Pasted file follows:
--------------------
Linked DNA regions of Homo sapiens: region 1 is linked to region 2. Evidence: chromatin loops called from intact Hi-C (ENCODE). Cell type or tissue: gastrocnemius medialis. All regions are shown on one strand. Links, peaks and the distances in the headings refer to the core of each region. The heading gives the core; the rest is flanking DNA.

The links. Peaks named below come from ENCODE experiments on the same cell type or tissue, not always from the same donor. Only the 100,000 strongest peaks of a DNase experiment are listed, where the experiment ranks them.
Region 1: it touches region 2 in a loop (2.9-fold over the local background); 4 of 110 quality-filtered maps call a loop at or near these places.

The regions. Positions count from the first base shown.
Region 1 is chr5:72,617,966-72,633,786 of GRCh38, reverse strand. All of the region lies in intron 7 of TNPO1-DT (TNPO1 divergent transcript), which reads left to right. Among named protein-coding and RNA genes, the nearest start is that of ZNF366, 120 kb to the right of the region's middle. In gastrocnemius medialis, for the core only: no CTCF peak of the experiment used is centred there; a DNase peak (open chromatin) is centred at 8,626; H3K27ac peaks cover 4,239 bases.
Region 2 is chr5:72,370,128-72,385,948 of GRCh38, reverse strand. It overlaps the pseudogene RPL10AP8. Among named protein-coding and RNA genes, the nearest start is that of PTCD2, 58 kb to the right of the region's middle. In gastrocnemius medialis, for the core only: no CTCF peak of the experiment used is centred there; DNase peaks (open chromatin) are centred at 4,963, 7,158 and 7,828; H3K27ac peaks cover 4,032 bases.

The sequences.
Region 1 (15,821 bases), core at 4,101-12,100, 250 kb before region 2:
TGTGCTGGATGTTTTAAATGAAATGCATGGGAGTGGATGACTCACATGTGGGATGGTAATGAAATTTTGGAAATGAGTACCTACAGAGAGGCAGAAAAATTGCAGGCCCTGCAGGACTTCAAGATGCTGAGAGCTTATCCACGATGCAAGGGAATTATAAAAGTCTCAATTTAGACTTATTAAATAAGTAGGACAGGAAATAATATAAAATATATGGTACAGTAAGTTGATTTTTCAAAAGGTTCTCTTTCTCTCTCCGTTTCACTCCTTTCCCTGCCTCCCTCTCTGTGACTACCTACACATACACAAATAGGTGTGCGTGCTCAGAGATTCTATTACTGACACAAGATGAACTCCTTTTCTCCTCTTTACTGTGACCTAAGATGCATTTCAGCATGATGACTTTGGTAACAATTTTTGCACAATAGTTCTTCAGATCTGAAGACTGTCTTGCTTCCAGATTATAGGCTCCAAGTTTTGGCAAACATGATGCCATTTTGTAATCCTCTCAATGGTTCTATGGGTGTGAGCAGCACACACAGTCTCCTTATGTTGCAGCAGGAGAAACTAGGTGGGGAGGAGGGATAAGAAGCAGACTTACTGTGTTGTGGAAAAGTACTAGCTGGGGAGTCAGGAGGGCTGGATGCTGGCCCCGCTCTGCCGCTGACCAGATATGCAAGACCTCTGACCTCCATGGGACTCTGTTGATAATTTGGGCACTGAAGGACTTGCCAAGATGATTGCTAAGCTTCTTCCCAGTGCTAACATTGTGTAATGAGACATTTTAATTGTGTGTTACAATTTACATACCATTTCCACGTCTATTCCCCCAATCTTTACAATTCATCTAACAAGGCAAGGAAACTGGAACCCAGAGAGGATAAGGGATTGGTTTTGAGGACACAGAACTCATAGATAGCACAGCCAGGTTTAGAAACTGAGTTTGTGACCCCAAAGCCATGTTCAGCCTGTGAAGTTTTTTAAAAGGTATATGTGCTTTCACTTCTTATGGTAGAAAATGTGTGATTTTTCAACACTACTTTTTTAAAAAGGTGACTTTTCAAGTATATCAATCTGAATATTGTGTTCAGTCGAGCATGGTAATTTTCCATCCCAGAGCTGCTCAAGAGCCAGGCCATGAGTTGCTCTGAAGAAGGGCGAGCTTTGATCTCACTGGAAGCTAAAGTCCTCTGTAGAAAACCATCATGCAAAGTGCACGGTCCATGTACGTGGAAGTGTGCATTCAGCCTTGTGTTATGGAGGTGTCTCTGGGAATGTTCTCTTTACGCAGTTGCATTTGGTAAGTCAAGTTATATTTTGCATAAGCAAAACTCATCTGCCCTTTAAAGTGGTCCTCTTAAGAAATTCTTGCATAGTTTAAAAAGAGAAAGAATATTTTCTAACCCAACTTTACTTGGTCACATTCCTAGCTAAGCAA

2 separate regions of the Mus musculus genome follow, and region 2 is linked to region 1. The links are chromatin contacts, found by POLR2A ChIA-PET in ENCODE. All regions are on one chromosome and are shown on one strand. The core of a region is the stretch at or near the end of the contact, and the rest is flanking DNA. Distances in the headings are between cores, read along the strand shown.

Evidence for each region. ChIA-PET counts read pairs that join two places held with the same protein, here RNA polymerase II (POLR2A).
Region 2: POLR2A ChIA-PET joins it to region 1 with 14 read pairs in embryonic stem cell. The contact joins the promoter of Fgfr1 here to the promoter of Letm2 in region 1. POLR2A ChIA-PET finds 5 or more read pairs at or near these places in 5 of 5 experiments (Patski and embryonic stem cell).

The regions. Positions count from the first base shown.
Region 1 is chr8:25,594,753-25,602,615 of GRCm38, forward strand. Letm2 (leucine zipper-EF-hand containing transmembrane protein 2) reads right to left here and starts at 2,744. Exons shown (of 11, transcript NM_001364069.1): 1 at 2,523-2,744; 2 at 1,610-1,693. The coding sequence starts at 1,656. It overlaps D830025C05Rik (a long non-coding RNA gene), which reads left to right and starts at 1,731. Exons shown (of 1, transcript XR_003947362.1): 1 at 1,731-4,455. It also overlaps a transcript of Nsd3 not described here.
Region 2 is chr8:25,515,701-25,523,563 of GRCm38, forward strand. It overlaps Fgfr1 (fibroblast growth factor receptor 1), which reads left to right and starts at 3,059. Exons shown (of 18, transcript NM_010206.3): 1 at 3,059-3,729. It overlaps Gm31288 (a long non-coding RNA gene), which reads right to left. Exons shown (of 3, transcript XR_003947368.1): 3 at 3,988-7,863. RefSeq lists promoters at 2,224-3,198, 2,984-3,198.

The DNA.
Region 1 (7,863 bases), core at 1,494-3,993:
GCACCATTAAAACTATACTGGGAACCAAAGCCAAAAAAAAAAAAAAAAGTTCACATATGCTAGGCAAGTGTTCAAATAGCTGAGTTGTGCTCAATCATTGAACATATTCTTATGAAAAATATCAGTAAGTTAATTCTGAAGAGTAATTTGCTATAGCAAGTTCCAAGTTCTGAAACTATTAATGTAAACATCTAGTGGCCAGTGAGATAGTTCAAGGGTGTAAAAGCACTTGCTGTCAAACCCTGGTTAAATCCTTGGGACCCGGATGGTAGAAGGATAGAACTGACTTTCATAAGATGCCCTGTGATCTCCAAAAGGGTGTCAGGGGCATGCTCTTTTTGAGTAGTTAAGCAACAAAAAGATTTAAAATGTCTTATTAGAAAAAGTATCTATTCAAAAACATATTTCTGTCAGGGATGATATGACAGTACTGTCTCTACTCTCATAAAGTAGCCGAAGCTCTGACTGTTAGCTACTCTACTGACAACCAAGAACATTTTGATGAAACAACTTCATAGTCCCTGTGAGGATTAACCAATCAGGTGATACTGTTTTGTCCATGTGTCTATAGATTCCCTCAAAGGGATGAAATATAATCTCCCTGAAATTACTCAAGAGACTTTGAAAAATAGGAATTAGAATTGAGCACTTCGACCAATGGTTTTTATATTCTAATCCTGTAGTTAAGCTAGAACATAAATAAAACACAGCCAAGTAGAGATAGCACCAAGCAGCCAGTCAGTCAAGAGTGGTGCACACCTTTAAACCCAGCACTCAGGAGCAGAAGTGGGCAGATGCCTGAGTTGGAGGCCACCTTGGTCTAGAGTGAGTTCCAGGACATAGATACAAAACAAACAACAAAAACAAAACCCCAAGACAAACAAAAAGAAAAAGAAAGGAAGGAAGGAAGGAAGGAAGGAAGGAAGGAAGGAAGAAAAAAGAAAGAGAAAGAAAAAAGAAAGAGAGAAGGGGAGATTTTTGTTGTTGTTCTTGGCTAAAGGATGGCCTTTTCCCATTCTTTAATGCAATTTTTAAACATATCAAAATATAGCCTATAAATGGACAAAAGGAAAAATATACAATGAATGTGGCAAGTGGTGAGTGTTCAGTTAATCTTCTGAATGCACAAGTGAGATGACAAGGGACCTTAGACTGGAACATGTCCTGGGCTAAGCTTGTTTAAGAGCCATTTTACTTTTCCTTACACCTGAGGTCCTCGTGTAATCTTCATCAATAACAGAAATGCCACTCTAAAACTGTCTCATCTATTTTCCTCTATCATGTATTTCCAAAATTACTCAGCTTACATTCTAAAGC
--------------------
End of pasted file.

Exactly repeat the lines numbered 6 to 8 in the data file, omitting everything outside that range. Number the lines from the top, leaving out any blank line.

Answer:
Region 2 is chr5:72,370,128-72,385,948 of GRCh38, reverse strand. It overlaps the pseudogene RPL10AP8. Among named protein-coding and RNA genes, the nearest start is that of PTCD2, 58 kb to the right of the region's middle. In gastrocnemius medialis, for the core only: no CTCF peak of the experiment used is centred there; DNase peaks (open chromatin) are centred at 4,963, 7,158 and 7,828; H3K27ac peaks cover 4,032 bases.

The sequences.
Region 1 (15,821 bases), core at 4,101-12,100, 250 kb before region 2: